Just as with a film or video game, the importance of sound in virtual reality is often unappreciated. People typically do not realize this until they experience content that has a soundtrack, but is turned off. Visual elements tell the story, but sound is just as important in virtual reality because it affirms whether or not the experience is believable, and it creates emotional impact.
Another way to understand the importance of sound in virtual reality is to measure how much companies are investing in audio technology. For example, Facebook and YouTube are both strongly committed to supporting VR content on their sites. For this purpose, the audio team at Facebook has developed a set of free audio tools for VR production called Spatial Workstation, which is intended to empower the production of virtual reality audio.
The VR Sound is All Around Your Head
Virtual Reality adds a new dimension — literally — to the experience of a narrative through immersion. One has a sense of “presence” in the scene, of personal participation. From a visual standpoint, it means that the VR participant feels a part of the scene and is no longer invisible to the characters in the story.
In a recent VR film by Baobab Studios called “Invasion,” the main character (a rabbit) witnesses the landing of an alien spacecraft. The aliens see the rabbit and begin a menacing approach. At one point, the rabbit moves behind the spectator, so that the spectator is positioned between the rabbit and the aliens. One can feel in a very visceral way the vulnerability of being in the middle of a threatening situation.
What does this vivid presence mean for sound? We have a very highly developed and precise sense of sound localization, which means we can tell with considerable accuracy where a sound comes from. The way that we do this is based on how our brains process the change in a sound as it travels around our heads. The subtle color differences between the sound that enters our two ears by different paths around our heads are processed as spatial location information. Researchers have measured the effect of different head shapes and sizes on how the ear receives a sound from a point in space — which is known as a “head-related transfer function” or HRTF for short. This HRTF data can then be applied to individual sounds so that they are wrapped in spatial cues. Binaural audio only works with headphones, but that is perfect for VR where the user is isolated from the natural world within a headset.
The More Things Change, the More They Stay the Same
In the early days of silent movies, music was performed live and served as commentary for the cinematic narrative’s action and flow. Then, music and sound started being recorded and printed onto film. As the technology of film sound became more sophisticated, encompassing multiple channels of sound and a corresponding number of speakers placed around the theater, sound became a critical factor in the success of the film delivering its story.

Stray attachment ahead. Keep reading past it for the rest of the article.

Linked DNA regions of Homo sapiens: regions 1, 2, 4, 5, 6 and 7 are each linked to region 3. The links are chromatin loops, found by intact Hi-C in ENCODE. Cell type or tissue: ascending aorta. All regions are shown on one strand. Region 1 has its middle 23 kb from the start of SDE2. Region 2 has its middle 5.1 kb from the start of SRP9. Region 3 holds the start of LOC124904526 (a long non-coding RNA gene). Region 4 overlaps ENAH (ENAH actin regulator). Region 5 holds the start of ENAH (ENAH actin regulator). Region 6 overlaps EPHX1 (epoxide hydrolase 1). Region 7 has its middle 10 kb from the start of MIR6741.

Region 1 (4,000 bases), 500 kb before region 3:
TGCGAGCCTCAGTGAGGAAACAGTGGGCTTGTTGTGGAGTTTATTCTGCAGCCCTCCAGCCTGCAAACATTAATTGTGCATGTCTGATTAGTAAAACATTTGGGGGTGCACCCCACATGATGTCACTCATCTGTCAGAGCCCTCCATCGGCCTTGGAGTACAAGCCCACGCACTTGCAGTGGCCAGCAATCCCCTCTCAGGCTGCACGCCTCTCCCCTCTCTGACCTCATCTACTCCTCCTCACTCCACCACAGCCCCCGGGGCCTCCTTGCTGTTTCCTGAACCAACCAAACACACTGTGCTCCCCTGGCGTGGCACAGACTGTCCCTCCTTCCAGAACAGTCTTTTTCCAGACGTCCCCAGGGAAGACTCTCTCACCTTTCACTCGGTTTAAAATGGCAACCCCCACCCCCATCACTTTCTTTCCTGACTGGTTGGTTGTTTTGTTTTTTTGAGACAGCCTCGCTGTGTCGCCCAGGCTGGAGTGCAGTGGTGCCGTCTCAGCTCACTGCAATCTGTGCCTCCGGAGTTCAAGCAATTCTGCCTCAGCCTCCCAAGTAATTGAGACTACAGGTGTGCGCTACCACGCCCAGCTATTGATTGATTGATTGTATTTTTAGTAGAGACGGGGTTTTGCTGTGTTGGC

Innovations such as Dolby Noise Reduction, surround sound, the addition of a sub-bass channel and digital recording media have all contributed enormously to an increasingly immersive cinematic experience. As soundtrack production has evolved into even more immersive applications such as videogames and now VR, audio technology has reached a very high level of technical perfection. In terms of clarity and fidelity, fullness and richness, spatial precision, dynamic range and power, current audio technology is a crowning achievement of engineering and innovation. Yet in spite of this technical progress, the role of a soundtrack has changed little from the beginning. The purpose of audio in a film boils down to two things. The first is sound design, which includes sound effects and audible environmental factors such as wind and street noise, and enhances the believability of the narrative. The second is music, which delivers emotional impact. And so it is with VR, which imposes greater technical requirements on a soundtrack than before, but relies on sound to make the situation believable and to deliver emotional impact. Like cinema before it, some VR creators claim that sound makes up 50 percent of the VR experience.
An Uncertain Future for Virtual Reality
No one knows how VR will develop, what direction it will take or which current media roles it will supplant. It’s still too new. There is significant VR development already underway for video games, education, military, news and sports casting, narrative film, music videos and much more.
As VR evolves and develops, it will challenge audio production in new ways, spurring innovation. VR has already given new life to audio technologies such as Ambisonics and binaural recording, audio systems previously sidelined for lack of sufficient application. As always, the role of audio in virtual reality might not change significantly, but the way that users experience it might be expanded and extended in surprising ways in the near future.